As Democrats put the final touches on opening night, Obama's campaign released an ad featuring images of McCain hugging Bush and the two smiling in spite of tidings of economic woe.
It features a parody of the Sam Cooke classic "Wonderful World," which starts off with the line "Don't know much about history." For the ad it's "I'm not up on the economy," playing on McCain's earlier admission that economics wasn't his best subject.
Ending with a photo of Bush patting McCain's back, the spot asks, "Do we really want four more years of the same old tune?"
McCain's campaign also released an ad to play on what it sees as a weakness for Obama: his lack of support among some Clinton backers.
That ad features a Clinton supporter who now backs McCain assuring like-minded voters: "A lot of Democrats will vote McCain. It's OK, really!"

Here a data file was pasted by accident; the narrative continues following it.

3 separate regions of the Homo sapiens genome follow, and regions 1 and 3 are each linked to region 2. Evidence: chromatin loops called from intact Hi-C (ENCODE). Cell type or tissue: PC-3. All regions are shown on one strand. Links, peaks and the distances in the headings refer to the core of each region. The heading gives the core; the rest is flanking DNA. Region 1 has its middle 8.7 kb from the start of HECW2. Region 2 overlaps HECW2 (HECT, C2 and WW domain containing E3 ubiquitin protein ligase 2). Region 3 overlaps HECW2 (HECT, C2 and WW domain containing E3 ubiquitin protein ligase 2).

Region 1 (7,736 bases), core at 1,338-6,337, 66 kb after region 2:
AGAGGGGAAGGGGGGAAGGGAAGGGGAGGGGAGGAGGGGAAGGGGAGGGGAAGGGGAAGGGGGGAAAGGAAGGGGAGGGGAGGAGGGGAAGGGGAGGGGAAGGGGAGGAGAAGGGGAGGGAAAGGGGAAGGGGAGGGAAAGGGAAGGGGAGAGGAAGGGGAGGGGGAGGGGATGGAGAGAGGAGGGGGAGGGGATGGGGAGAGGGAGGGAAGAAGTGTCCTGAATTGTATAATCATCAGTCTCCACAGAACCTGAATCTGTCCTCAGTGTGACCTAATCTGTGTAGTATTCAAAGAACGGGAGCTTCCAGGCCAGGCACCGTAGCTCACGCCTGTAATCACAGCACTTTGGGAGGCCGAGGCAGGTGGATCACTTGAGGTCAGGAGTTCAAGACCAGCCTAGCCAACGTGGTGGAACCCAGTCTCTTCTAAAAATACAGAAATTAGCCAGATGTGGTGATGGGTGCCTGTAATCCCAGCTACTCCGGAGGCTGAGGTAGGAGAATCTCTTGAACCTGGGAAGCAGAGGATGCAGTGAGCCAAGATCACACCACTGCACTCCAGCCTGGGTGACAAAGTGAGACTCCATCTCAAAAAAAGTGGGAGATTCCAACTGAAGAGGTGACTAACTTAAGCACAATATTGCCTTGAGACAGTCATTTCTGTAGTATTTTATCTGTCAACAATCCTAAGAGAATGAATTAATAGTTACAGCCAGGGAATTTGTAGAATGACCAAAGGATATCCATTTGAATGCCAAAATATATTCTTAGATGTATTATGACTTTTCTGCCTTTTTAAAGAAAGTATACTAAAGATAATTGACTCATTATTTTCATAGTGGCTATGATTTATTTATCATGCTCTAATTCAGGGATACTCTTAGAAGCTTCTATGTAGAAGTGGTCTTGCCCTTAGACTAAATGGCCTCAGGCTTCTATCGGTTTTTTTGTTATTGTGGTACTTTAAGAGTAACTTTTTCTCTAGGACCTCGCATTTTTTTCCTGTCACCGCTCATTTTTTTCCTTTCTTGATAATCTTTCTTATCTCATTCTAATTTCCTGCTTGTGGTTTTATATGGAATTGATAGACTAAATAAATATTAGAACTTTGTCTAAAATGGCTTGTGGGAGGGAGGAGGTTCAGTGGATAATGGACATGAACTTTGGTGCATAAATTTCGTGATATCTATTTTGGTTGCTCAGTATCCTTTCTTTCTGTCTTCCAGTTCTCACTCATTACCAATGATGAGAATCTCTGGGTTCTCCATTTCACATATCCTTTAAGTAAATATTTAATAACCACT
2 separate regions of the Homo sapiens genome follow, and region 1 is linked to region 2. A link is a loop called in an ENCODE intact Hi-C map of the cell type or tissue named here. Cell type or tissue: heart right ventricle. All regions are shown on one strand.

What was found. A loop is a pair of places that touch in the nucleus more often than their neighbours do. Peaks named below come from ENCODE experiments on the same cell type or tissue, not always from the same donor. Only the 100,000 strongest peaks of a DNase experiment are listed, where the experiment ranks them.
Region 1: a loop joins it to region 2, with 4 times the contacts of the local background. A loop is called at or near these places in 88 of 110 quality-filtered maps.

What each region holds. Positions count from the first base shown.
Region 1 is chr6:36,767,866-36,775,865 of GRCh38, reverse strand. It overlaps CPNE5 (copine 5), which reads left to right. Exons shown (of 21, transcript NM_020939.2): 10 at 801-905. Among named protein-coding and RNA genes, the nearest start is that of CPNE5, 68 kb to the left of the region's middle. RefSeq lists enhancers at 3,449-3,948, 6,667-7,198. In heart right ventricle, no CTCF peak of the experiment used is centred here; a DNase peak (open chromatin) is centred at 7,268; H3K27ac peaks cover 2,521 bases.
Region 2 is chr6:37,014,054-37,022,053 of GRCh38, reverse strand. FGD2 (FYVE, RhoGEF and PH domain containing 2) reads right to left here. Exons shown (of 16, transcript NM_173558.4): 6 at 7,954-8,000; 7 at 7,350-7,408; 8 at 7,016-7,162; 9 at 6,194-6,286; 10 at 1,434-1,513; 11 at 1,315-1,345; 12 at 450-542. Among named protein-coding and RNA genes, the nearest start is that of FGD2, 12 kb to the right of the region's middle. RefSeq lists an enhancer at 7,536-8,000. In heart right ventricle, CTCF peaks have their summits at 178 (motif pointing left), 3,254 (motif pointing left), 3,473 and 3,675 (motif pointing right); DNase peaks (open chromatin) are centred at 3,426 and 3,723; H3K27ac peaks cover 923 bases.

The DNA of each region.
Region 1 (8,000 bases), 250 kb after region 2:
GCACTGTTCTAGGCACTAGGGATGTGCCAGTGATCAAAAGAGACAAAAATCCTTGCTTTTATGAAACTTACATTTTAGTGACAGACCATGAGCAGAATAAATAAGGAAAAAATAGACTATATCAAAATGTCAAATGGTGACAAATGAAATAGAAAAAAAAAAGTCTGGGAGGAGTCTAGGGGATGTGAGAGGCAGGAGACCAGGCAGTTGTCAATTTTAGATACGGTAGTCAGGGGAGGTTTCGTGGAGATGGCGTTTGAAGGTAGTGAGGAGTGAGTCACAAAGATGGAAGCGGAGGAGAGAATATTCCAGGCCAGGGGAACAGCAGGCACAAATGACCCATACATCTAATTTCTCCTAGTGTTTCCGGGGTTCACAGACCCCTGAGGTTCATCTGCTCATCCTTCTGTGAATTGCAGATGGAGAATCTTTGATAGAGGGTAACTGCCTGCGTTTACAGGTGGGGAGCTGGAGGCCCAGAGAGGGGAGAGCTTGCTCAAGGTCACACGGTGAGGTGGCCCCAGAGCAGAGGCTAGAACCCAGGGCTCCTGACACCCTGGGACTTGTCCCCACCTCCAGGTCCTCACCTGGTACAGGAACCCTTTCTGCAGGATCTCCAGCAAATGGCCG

Opening night at the Pepsi Center, the main venue for the four-day convention, aimed to tell the Illinois senator's personal story to the millions of voters nationwide who will begin tuning in to the presidential campaign. Obama's wife, Michelle, was the evening's keynote speaker.
Obama's campaign dismissed concerns about the impact of die-hard Clinton supporters on the choreographed show of unity. Behind the scenes, however, polls showed significant Clinton support still being denied to Obama, and pro-Clinton demonstrations at offsite venues were creating a different kind of anticipation. Clinton has backed Obama and was scheduled to speak Tuesday night.
"There are a lot of delegates here who had passionate choices in an extended primary season," Obama spokesman Robert Gibbs told "Today" on NBC. "We feel confident that if we can demonstrate a record of change, a record of vision ... a team of Barack Obama and Joe Biden can convince Democrats, Republicans and independents to support a ticket of change in November."